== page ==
On the virtue of changing one’s mind (II) - Thinking in Business - Deepstash

We automatically search and take into consideration only information that confirms our point of view.

A rooted form of confirmation bias is self-serving bias, meaning the tendency to explain ourselves the good results through our positive nature and the negative results through the hostile context. And vice versa.

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A study led by Dan Kahan (2017) shows that we know how to identify a mistake in the design of an experiment, when research is about a hand cream (a neutral subject), but not when the experiment confirms the need for greater control of firearms (ias long as we are great supporters of this public policy).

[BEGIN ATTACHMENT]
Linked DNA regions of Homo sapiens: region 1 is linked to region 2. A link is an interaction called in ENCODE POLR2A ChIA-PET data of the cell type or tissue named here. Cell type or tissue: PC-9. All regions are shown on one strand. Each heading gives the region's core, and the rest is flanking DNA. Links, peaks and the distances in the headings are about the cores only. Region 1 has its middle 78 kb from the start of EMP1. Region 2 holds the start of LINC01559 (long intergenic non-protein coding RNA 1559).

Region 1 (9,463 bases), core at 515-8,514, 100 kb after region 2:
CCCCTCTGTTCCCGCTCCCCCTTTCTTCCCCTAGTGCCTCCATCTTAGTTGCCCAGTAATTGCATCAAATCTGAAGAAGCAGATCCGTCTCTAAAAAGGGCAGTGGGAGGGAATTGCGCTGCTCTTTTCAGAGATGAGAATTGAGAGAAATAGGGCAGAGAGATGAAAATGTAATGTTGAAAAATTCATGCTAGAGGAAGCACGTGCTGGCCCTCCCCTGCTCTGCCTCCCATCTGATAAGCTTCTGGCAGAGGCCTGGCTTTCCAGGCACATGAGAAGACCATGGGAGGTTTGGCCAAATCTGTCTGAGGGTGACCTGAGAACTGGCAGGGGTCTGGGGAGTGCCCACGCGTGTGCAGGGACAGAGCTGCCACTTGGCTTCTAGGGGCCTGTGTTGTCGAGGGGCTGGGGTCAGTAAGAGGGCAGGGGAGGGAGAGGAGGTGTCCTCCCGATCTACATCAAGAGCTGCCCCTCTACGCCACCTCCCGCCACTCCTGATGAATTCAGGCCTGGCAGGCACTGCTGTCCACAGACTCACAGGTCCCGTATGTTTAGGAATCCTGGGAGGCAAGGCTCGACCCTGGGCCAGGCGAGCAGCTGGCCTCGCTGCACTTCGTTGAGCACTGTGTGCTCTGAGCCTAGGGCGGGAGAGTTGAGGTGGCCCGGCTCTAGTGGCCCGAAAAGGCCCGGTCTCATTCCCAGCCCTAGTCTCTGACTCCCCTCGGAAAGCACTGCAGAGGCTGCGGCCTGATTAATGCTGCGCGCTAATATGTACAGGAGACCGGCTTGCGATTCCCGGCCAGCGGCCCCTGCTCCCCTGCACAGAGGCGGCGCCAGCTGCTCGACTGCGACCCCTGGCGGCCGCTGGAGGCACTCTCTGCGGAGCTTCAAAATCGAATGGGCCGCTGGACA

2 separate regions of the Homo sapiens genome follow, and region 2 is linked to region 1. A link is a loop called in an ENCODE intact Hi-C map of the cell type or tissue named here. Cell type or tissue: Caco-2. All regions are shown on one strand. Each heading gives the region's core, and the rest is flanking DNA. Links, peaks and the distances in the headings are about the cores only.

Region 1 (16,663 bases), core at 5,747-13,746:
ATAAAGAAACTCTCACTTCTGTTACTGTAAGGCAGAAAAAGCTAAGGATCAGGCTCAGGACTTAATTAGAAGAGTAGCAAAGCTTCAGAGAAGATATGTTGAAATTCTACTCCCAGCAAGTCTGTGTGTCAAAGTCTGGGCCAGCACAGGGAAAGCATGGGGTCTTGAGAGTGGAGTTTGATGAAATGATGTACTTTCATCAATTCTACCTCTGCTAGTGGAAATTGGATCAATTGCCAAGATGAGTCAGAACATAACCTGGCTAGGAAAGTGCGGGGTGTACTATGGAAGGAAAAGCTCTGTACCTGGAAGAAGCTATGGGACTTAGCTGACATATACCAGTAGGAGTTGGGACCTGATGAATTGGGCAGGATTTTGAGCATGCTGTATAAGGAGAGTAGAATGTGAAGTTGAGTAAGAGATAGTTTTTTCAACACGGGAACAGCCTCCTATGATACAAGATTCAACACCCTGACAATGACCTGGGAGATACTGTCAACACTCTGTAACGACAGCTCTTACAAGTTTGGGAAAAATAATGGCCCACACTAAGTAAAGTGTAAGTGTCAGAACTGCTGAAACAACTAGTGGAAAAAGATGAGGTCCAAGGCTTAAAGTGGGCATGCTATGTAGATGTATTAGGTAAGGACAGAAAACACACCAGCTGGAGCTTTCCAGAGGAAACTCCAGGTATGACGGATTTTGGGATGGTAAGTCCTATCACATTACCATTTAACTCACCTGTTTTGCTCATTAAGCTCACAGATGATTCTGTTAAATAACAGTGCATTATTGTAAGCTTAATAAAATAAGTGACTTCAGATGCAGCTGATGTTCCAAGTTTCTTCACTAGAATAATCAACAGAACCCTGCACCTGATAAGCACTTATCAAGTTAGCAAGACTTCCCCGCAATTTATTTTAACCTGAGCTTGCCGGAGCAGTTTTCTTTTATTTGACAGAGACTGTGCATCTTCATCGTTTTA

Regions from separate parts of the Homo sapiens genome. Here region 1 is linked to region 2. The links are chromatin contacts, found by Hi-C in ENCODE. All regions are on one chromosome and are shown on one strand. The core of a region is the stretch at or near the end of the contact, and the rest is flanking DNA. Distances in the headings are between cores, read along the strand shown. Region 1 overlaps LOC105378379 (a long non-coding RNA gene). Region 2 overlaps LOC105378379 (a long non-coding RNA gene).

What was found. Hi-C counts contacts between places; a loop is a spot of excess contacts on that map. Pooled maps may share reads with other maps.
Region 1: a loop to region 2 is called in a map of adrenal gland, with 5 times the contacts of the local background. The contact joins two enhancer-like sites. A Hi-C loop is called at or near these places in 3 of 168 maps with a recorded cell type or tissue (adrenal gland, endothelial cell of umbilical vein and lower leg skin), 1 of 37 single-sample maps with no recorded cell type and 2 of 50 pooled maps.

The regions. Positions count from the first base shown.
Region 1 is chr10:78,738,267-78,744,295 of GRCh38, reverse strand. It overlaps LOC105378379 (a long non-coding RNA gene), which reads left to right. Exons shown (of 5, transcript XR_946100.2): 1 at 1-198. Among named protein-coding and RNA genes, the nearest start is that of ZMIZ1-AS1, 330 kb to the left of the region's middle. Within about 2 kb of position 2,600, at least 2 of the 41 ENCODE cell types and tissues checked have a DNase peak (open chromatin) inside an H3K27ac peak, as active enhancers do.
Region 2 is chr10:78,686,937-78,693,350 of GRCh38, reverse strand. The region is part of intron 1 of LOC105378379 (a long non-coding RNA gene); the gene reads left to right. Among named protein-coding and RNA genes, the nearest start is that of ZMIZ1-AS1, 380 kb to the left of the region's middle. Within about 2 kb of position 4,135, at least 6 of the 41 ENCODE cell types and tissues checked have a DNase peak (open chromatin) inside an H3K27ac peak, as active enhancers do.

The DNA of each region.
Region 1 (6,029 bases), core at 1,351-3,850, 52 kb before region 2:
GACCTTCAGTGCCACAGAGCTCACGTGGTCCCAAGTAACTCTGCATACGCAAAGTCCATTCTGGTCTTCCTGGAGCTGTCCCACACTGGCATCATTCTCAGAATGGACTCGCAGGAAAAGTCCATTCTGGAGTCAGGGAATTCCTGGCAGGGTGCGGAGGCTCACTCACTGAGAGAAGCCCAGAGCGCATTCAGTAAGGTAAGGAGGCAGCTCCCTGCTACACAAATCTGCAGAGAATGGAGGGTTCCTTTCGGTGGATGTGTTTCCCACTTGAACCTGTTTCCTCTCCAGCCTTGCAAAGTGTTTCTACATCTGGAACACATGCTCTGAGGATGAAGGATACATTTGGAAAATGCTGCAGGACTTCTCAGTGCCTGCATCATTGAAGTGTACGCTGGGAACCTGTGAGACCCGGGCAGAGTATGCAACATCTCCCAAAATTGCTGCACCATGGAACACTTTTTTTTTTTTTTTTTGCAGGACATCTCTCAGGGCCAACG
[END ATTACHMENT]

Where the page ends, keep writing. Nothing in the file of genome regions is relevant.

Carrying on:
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  1. Actively seek information that contradicts our position. It’s useful to bring to the decision table someone who will play the role of devil’s advocate, same as in group thinking.
  2. Put neutral questions when asking for advice or doing market research (don't guide respondents)
  3. Stop looking at beliefs as certainties with possible values 0% or 100% and to start looking at their nuances. Try to give a percentage value to our deep beliefs on which decisions with important consequences are based.

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